of the stock price between November and January.
But the market never matured. Adaptive Broadband simply hasn't
delivered on the revenue expectations of 2000. But they haven't lost
much share to anyone else. The market was just immature.
Where Is The Killer App?
When all platform vendors are finding the market smaller than
expected, it means only one thing: the end user market is smaller than
This bears repeating: the end user market for broadband internet use is
smaller than everyone thinks.
It must be, or the infrastructure companies would be doing better than
The only conclusion from this is that the killer application that pulls
everyone, businesses and consumers, to higher broadband needs really
isn't here yet.
TiVo Steals The Show?
We have always believed that the killer application for broadband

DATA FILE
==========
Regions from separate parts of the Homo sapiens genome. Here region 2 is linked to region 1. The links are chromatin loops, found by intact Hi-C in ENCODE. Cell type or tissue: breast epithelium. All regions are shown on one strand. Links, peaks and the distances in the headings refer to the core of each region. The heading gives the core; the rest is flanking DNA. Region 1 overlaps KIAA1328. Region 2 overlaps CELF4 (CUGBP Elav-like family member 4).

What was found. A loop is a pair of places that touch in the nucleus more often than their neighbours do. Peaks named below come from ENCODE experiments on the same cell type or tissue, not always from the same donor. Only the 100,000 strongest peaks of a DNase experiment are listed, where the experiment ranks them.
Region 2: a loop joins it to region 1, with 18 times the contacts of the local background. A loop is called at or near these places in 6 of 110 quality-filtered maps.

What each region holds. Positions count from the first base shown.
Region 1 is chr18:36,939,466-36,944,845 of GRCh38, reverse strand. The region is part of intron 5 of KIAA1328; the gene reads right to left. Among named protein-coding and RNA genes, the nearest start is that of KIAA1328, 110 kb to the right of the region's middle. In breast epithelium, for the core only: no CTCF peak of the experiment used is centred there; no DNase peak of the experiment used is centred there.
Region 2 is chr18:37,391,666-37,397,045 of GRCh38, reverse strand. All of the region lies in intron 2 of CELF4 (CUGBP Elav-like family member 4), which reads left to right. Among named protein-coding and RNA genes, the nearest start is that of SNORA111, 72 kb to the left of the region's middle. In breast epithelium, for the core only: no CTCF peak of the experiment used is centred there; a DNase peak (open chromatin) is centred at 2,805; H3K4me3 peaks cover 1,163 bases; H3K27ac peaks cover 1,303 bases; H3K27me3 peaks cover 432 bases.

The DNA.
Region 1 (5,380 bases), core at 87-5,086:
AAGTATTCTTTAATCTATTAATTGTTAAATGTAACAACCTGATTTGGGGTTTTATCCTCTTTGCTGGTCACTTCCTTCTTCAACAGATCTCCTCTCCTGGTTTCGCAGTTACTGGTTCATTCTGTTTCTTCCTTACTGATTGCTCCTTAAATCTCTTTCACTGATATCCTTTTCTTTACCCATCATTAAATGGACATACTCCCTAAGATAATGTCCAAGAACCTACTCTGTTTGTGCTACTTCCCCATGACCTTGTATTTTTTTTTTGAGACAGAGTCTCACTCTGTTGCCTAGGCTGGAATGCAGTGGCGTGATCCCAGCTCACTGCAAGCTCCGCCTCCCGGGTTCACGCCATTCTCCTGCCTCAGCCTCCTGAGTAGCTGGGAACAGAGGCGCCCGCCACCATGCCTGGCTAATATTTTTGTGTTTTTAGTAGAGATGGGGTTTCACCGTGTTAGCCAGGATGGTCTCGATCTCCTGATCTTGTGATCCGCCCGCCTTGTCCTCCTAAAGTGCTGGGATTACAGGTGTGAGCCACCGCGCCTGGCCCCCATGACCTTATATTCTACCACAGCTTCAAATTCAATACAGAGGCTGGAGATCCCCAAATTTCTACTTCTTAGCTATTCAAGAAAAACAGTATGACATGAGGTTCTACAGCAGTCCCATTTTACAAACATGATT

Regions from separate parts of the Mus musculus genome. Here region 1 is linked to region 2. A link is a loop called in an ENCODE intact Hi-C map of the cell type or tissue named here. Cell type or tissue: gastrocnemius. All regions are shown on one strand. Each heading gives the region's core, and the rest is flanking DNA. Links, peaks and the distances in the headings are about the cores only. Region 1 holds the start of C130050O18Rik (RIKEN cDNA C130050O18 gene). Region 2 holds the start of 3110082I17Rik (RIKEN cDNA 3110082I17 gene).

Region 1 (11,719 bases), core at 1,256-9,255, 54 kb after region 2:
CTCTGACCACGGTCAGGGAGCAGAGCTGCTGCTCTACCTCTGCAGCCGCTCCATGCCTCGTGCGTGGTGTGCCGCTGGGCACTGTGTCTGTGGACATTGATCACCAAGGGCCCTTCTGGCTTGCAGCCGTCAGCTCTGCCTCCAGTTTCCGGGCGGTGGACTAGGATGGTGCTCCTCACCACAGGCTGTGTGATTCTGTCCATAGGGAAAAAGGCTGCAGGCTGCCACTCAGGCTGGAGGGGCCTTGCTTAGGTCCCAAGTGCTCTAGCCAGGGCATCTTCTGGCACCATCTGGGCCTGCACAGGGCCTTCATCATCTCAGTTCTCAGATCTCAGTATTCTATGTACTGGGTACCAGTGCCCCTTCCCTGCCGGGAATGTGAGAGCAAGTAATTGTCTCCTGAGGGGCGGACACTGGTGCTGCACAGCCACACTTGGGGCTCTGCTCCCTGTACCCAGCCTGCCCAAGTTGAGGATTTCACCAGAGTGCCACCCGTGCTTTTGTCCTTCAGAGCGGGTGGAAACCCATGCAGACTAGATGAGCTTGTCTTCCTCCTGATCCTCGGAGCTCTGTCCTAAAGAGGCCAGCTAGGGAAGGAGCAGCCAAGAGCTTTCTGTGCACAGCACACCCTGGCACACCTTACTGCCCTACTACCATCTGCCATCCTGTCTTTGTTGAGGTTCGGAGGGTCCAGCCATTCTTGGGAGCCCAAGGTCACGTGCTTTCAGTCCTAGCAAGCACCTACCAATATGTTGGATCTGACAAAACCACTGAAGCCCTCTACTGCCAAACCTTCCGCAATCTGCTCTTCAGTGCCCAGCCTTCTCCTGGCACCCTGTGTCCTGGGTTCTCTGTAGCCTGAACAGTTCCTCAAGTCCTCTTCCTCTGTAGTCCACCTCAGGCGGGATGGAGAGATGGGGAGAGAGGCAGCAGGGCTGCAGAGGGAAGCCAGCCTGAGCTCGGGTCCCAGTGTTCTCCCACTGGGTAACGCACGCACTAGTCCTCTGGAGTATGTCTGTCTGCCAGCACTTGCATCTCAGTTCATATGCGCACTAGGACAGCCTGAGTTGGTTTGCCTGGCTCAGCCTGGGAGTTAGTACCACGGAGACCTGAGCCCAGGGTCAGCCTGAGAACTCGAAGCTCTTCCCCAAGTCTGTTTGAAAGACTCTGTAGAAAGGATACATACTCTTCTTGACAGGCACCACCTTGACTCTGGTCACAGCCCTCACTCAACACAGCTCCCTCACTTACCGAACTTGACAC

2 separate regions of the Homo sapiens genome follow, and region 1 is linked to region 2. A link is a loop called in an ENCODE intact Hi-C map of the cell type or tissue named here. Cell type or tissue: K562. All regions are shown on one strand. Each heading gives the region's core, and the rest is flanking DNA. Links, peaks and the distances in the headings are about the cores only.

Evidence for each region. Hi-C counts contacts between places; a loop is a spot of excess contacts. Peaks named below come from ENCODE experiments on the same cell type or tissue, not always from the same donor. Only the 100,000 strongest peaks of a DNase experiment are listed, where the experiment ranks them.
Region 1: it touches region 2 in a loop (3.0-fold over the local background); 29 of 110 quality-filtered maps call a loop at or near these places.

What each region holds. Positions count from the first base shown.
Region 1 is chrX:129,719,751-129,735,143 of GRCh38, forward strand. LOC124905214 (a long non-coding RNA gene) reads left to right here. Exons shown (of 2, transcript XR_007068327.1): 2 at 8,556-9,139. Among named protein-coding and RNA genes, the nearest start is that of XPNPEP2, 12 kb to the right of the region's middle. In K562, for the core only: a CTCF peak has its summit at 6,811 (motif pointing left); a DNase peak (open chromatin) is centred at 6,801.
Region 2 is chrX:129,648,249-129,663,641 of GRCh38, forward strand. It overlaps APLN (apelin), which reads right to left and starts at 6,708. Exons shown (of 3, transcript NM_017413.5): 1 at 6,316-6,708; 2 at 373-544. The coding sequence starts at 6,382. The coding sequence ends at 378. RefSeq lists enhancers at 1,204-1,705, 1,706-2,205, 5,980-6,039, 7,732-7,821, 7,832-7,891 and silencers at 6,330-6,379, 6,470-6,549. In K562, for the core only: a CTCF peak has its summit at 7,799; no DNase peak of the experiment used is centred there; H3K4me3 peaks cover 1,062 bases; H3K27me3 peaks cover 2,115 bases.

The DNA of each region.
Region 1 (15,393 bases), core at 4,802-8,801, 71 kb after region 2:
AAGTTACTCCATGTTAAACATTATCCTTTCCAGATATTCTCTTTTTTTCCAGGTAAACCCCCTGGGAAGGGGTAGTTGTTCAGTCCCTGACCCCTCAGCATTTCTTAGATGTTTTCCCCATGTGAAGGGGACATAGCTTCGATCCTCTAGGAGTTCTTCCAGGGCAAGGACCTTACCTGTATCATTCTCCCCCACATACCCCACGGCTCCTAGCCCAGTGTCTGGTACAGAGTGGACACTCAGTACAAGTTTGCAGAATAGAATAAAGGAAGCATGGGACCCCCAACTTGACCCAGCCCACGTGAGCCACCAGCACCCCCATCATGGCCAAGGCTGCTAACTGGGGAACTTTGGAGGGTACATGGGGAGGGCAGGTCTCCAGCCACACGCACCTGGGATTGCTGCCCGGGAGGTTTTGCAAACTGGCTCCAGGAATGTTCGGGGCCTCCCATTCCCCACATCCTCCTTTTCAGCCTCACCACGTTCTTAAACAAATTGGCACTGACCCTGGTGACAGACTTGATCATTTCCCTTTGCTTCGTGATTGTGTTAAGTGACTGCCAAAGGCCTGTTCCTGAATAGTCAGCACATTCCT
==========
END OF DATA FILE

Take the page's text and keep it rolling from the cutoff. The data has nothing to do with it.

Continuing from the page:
internet would be on-demand video. Movies, or a variation of them,
delivered on request, for a fee.
The development of this type of technology would replace VHS tape
rentals, pay-per-view systems in hotel rooms, and home cable and
For businesses, the broadband future is video conferencing. Currently
implemented on an ISDN platform, which requires dedicated connections,
IP based video delivery could liquefy the $5 billion ISDN market. But
it isn't here yet.
But while we all wait for this technology to get fully developed,
TiVo sales continue. If TiVo devices, which store movies offline,
become entrenched enough to satisfy the latent demand, the on-demand
IP video world may find sales hard.
The TiVo storage system automatically records, digitally, as much as
20 hours of video you want to capture from satellite or cable. It is
easy to program, and works well. (ReplayTV offers a similar system.)
The broadband vision was based on satisfying demand for video
entertainment. For example, today, if you could have an internet